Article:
Paper No. 7
Presentation Time: 8:00 AM-12:00 PM
A NEW ANALYSIS OF RAMPED TEMPERATURE PYROLYSIS METHODS AS THEY APPLY TO ANTARCTIC SEDIMENT CHRONOLOGY, RADIOCARBON DATING, AND PALEOENVIRONMENTAL INTERPRETATION
This study attempts to analyze the feasibility of ramped temperature pyrolysis methods for use in radiocarbon dating of organic matter-rich Antarctic marine shelf sediments. An analysis of the hydrochloric acid-insoluble organic component of five samples from separate depths of the marine core allows for the ultimate assignment of ages to these sediments by radiocarbon dating methods. As part of the Larsen Ice Shelf system (LARISSA) project, this core is unique in that it spans the last 12,000 years and is from an open-shelf site off the western Antarctic Peninsula. In past studies, this method of sediment chronology has yielded significantly younger ages than the same cores also analyzed by bulk radiocarbon techniques (Rosenheim, et. al. 2008). Therefore, it is crucial to determine if this method provides a better estimation of sediment age than bulk dating. Since the amount of mixing with differently-aged organic material and sedimentation rates are unknown at each analyzed depth in the core, ramped temperature pyrolysis provides a way to track the specific temperatures at which autochthonous and allochthonous carbon components volatilize. Although this method has shown increased age discrepancy with depth and variable deposition rate in the core, using this more tailored method is likely to produce age estimations for Antarctic samples that will be improved from those approximated by bulk radiocarbon dating.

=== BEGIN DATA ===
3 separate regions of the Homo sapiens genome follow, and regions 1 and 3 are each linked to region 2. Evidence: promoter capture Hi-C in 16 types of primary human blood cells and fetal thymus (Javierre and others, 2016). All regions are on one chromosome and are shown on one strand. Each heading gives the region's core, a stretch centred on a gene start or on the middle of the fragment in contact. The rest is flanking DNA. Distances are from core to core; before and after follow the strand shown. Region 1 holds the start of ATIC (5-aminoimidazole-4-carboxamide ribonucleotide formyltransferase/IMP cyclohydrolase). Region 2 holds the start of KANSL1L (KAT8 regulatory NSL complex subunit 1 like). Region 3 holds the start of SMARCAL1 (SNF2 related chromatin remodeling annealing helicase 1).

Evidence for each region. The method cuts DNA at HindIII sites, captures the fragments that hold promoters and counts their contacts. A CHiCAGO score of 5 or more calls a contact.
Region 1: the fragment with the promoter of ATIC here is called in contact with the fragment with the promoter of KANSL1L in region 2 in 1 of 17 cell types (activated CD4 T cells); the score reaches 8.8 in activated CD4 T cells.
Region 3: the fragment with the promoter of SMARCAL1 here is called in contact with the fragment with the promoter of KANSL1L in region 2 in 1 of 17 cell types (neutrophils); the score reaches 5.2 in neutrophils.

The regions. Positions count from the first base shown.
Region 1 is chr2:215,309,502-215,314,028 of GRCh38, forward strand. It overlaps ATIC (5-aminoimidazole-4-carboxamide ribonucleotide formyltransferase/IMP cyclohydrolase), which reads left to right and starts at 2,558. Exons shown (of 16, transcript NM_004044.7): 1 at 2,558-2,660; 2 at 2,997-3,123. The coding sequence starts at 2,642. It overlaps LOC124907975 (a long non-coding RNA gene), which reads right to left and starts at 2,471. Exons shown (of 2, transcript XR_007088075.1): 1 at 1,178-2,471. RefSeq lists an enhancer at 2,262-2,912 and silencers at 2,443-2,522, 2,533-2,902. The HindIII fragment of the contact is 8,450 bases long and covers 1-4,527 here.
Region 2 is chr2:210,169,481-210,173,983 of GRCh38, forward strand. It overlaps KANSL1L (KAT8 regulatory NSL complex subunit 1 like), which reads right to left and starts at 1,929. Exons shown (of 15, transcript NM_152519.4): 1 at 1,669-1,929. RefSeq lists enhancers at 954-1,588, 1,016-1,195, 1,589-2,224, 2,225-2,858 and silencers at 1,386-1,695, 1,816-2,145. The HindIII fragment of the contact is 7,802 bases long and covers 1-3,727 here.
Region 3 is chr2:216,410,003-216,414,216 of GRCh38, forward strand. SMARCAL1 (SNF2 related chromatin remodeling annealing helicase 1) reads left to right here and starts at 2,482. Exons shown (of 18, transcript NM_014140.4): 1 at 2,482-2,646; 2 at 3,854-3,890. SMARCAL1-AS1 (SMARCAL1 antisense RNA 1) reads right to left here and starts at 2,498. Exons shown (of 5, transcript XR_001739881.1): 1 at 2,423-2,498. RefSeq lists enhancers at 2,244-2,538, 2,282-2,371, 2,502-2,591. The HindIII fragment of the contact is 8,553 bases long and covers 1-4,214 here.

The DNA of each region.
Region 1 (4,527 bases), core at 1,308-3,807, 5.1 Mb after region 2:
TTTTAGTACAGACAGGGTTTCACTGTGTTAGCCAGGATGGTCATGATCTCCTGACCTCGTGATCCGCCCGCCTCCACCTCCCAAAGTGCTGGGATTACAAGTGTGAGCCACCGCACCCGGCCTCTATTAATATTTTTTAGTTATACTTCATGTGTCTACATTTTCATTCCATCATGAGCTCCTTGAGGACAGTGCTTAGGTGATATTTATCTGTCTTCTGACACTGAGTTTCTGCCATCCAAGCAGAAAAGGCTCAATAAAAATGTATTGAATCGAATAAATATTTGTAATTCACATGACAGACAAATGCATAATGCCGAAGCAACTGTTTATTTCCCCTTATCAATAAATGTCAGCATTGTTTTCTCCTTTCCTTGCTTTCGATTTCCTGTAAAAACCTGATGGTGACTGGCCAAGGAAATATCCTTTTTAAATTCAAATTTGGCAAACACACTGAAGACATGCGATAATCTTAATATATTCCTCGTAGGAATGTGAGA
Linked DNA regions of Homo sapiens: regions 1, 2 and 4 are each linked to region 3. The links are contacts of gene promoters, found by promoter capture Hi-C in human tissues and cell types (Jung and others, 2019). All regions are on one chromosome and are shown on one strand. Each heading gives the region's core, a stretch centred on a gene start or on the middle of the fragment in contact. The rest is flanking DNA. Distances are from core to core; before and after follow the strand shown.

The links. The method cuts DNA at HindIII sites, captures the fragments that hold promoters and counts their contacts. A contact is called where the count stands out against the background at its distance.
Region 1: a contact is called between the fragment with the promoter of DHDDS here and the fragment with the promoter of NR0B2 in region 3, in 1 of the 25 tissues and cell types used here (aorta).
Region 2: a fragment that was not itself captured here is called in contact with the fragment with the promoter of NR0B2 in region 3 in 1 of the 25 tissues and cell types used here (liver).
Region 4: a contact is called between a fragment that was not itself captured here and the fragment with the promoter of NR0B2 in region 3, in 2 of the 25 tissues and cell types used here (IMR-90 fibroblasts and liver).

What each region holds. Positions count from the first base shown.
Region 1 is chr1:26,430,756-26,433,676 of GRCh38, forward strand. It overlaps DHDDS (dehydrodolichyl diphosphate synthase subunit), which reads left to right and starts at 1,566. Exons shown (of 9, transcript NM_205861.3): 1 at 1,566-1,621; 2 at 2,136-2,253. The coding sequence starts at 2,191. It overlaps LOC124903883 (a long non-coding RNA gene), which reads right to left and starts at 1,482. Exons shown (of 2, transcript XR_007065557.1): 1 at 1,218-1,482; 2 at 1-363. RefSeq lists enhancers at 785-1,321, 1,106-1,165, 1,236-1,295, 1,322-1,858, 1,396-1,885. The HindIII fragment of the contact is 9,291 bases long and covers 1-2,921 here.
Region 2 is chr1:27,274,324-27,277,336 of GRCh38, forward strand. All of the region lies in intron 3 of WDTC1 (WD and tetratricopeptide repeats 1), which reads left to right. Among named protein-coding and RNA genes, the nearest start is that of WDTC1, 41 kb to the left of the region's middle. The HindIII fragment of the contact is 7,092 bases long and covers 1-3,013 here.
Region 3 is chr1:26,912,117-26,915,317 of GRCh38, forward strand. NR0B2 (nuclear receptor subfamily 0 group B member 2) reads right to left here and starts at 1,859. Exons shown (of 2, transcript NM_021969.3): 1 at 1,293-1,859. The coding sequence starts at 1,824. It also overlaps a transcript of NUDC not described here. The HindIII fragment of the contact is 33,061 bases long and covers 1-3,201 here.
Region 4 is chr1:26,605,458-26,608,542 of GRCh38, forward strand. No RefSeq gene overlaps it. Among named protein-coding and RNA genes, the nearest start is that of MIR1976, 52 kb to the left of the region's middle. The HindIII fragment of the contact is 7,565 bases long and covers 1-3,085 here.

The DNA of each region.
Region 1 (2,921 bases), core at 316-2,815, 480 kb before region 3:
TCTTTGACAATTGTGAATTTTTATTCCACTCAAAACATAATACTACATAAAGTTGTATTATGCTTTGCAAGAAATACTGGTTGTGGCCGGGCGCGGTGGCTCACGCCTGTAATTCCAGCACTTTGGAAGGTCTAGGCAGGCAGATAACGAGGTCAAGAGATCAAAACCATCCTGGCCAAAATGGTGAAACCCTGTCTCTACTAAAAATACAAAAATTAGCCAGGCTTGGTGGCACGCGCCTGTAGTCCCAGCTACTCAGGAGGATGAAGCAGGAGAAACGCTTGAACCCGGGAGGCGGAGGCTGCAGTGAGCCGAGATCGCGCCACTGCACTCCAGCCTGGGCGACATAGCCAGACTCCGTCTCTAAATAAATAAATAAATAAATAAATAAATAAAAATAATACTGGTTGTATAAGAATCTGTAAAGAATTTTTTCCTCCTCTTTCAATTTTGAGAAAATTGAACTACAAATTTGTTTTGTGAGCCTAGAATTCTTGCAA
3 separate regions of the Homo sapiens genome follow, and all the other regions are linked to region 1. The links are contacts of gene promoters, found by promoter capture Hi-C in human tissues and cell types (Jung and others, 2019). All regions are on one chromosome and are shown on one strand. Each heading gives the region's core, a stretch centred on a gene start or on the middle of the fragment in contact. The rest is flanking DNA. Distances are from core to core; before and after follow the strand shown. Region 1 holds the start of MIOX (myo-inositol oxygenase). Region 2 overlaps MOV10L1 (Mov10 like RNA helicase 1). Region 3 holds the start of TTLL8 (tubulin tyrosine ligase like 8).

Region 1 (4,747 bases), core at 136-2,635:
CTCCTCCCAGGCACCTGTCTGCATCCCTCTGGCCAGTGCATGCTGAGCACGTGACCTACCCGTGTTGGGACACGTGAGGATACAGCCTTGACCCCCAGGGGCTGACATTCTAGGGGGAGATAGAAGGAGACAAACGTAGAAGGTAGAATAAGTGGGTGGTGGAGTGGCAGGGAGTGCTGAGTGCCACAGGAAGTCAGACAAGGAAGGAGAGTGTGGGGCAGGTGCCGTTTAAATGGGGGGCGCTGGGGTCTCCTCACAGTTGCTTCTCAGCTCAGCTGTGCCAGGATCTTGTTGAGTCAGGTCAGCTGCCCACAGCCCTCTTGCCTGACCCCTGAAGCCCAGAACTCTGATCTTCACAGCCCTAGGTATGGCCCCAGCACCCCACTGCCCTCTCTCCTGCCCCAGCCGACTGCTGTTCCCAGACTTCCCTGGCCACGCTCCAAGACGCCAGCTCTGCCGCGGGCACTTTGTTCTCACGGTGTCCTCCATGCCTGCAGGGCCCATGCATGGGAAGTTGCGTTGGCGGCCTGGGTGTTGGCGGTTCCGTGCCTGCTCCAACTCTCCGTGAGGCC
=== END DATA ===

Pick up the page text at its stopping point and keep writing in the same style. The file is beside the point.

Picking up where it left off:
Rosenheim, Brad E., Mary Beth Day, Eugene Domack, Heather Schrum, Albert Benthien, and John M. Hayes. 2008. Antarctic sediment chronology by programmed-temperature pyrolysis: Methodology and data treatment. G3: Geochemistry Geophysics Geosystems, Vol. 9:1-16.